Now known as Stella, she angrily refuses to settle into her strange new life in Thunder Basin. Knowing she only has to wait a few months until she turns 18 and can leave, she spends days plotting her escape. Carmina, the long suffering retired cop who took her in, and Chet Falconer, the good looking neighbor boy, begin to whittle away at the bricks of pain, loneliness and confusion she’d built around her heart. As Stella begins to feel a pull towards Chet and life in Thunder Basin, she gets a reminder from her old life that will forever shake up her life.

Fitzgerald did a good job describing the witness protection program, but Stella’s bratty behavior towards Carmina, and her constant neediness for Reed was a little over the top. Her up and down emotions towards her mother and Chet was another downer, which is why I only gave it 3 stars.

Despite these bad spots, “Dangerous Lies” is a good read, and I will recommend it for ages 16 and older.

I received an electronic copy of this book from Edelweiss in exchange for an honest review.

“The alienation of Courtney Hoffman” Brady Stefani

Rated 1 star * ARC. Published June 7, 2016. SparkPress.

TheAlienationOfCourtneyHoffmanCourtney used to love being with her grandfather, listening to his strange stories about aliens visiting Earth, until he tried to drown her when she was just a little girl. Now that she’s 15 years old, she still hasn’t come to grips with the traumatic events of that day.

When her childhood imaginary friend reappears in her mind, and aliens begin to constantly attempt to communicate, Courtney is sure she’s going insane. A new friend convinces her to visit a doctor who understands aliens and who will solve her problems. Before she knows it, Courtney is involved in a race to help the aliens save the world from destroying itself.

Courtney was so immature. I lost count of how many times she pulled her hair in frustration, and I don’t know any 15 year olds who pull their hair. Her friend Agatha was 19 years old and her vocabulary, which consisted of saying the word “dude” in every sentence, was grating and just as bad.

Courtney is 15, has a 19-year-old friend, says bad words, and has a mother who doesn’t listen to anything she says. That means it has to be a YA book. Right? Wrong! The storyline was boring and not believable, the characters were flat and immature, and it could have easily passed for a lower middle grade book. I was looking for an interesting YA book, but this was not that book. A sequel is planned, but I won’t be reading it. I’m sorry I read this one.

I didn’t like it, but will leave it up to you to decide if you want to read it or not.

I received a digital copy of this book from NetGalley in exchange for an honest review.

 

“Perdita” Faith Gardner

3 stars *** ARC. Ebook. 2015. Merit Press.

PerditaArielle and her sister Casey have never gotten along, but she adores her sister’s best friend Perdita who always has time to talk. The last time Arielle saw her, she had gotten into an argument with Casey and slammed out of the house. The next time she saw Perdita, she was dead.

With Casey now off at college and her best friend Chloe off with a new boyfriend, Arielle feels at odds with everything. Since Perdita’s drowning death, she keeps revisiting the emotions of having seen her own brother drown 10 years earlier when she was only 6 years old. She even begins to feel as if she can see ghosts – especially Perdita’s. The only bright light in her life is Tex, Perdita’s brother. She and Tex are in theater class together, but even their relationship seems strange. When she finds out Perdita was murdered, she realizes her ghost has been trying to tell her something. Arielle is afraid to listen, but even more afraid of not listening.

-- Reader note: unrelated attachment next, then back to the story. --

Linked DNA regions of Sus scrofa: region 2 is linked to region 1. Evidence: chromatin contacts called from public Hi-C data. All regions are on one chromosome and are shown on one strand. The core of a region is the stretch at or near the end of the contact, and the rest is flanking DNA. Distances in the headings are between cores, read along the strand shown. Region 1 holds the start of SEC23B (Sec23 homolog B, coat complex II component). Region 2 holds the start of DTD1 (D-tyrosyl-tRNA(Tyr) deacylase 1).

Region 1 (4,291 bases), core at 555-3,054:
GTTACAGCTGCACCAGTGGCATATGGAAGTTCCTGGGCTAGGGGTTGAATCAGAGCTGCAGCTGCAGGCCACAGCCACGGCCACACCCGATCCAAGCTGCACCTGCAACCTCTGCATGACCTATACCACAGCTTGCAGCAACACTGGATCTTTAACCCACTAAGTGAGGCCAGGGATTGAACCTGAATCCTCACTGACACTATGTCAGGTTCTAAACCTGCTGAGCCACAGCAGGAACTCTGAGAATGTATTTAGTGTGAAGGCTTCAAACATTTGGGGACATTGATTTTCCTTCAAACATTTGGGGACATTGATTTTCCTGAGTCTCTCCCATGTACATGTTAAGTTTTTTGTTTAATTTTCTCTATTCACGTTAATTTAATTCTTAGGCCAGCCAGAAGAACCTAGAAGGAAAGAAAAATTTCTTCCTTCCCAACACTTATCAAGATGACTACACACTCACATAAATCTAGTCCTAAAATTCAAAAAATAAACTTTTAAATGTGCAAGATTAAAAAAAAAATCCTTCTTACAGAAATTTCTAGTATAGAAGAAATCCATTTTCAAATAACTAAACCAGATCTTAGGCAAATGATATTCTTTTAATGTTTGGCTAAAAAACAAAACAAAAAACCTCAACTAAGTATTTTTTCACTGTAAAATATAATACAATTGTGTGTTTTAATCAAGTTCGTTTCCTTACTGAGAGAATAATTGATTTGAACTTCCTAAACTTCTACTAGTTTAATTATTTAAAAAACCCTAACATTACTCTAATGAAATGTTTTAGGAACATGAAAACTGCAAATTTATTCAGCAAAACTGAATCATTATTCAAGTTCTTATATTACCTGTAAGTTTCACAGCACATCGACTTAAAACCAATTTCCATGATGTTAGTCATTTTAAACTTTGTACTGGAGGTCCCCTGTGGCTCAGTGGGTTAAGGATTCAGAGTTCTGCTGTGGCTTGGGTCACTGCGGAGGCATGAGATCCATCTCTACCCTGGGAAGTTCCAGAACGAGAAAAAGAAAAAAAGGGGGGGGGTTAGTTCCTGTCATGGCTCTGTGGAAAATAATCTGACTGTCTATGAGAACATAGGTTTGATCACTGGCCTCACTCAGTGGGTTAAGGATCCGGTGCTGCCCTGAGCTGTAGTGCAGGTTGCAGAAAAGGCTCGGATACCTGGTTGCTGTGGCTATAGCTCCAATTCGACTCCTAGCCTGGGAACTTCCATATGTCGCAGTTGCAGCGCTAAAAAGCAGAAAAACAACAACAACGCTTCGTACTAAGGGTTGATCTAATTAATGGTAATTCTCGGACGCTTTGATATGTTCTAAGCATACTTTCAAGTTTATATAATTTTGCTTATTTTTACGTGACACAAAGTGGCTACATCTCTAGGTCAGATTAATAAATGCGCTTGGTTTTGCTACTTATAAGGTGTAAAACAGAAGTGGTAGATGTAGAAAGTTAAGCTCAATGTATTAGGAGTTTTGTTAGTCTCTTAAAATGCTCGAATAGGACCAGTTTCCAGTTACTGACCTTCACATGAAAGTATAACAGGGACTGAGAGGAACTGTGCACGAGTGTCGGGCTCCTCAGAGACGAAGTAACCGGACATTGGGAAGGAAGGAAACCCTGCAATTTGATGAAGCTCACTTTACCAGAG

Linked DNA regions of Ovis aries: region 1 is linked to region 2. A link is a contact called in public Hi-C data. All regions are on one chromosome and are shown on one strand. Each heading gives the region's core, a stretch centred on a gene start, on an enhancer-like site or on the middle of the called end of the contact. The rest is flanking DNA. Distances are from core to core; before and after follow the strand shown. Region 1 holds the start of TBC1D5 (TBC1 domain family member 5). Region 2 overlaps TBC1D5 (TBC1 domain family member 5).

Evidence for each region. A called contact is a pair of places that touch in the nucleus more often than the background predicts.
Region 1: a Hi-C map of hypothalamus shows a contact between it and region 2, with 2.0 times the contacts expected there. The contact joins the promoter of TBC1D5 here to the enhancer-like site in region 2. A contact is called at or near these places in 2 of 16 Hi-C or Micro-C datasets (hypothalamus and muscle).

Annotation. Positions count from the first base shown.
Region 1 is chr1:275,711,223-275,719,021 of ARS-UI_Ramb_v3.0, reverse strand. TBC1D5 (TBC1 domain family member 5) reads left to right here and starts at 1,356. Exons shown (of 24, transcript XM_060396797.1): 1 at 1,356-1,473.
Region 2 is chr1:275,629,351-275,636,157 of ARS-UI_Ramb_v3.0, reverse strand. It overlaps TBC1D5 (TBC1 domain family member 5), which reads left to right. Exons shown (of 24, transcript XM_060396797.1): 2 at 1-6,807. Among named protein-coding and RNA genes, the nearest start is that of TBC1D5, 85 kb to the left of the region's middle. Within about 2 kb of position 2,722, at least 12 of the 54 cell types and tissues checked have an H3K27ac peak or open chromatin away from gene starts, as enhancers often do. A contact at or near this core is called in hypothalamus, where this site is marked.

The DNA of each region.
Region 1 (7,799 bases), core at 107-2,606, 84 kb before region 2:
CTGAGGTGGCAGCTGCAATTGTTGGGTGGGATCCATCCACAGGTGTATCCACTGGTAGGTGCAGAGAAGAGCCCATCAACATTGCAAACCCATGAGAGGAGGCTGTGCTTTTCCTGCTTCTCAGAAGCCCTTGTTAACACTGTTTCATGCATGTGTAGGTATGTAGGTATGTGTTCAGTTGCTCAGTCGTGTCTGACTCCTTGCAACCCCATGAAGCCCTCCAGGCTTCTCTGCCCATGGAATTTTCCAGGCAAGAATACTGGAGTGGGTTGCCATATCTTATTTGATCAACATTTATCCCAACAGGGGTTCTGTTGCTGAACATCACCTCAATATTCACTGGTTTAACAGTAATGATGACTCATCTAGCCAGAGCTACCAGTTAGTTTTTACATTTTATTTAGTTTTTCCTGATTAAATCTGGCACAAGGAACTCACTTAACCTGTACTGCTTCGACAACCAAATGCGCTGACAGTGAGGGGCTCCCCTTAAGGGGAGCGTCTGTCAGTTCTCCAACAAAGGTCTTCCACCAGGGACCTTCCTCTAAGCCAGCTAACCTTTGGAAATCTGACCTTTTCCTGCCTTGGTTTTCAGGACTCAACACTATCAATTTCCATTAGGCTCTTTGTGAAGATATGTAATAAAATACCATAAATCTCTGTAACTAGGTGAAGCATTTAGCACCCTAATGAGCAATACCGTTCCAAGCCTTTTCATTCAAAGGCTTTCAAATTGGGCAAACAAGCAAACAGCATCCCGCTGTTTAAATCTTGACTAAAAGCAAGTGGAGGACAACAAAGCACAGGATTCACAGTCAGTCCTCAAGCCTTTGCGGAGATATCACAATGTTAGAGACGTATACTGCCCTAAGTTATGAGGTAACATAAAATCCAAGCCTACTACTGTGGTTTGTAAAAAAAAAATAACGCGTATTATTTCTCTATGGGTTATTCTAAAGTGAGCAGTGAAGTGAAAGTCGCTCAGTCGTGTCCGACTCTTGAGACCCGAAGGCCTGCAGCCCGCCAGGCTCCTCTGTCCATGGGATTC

I liked the storyline, but felt it took too long for something “ghostlike” to actually happen. I also didn’t like that Chloe’s relationship with her overly possessive boyfriend was never explored, which made me feel that the author missed an opportunity to let readers know it is not okay to become a completely different person for the sake of a boyfriend. Chloe was a robot to her boyfriend’s whims, and the only one who knew this was Arielle. I think Arielle should have confronted her about it.

I thought the book was ok, but because of the dragging storyline and the Chloe issue I could only give it 3 stars.

Recommended for 14 and older.

 

“What you left behind” Samantha Hayes

Rated 5 stars ***** ARC. Ebook. DCI Lorraine Fisher #2. 2015. Crown (Random House.)

WhatYouLeftBehindDetective Inspector Lorraine Fisher planned to have a nice vacation with her sister Jo and nephew Freddie in her childhood country home. Though surprised to find Freddie moody and uncommunicative, she brushes off Jo’s concern he might be suicidal because their neighbor Simon and 5 others killed themselves 18 months earlier. Jo is certain the recent suicide of Dean, a homeless teen motorcyclist, would lead to more suicides.

When an autistic neighbor shows her a drawing he made of the accident, showing there had been two people on the motorcycle when Dean died, Lorraine’s interest is piqued. Soon Lenny, another homeless teen, commits suicide and Freddie disappears, leaving Lorraine to find out what happened. What she doesn’t know is that someone has been very clever and will stop at nothing, even murder, to keep secrets hidden that will turn the town upside down.

This whodunit kept me biting my nails and sitting on the edge of my seat in anticipation as Hayes cleverly dropped clues about various key characters. Just when I was convinced I knew what happened, she threw a very clever curveball that left me scratching my head in disbelief. Hayes is an author who does not disappoint, and I look forward to reading more of her books.

Though this book was the second in a series about Detective Lorraine Fisher, it stands alone as each book has its own storyline.

Highly recommended for Adults.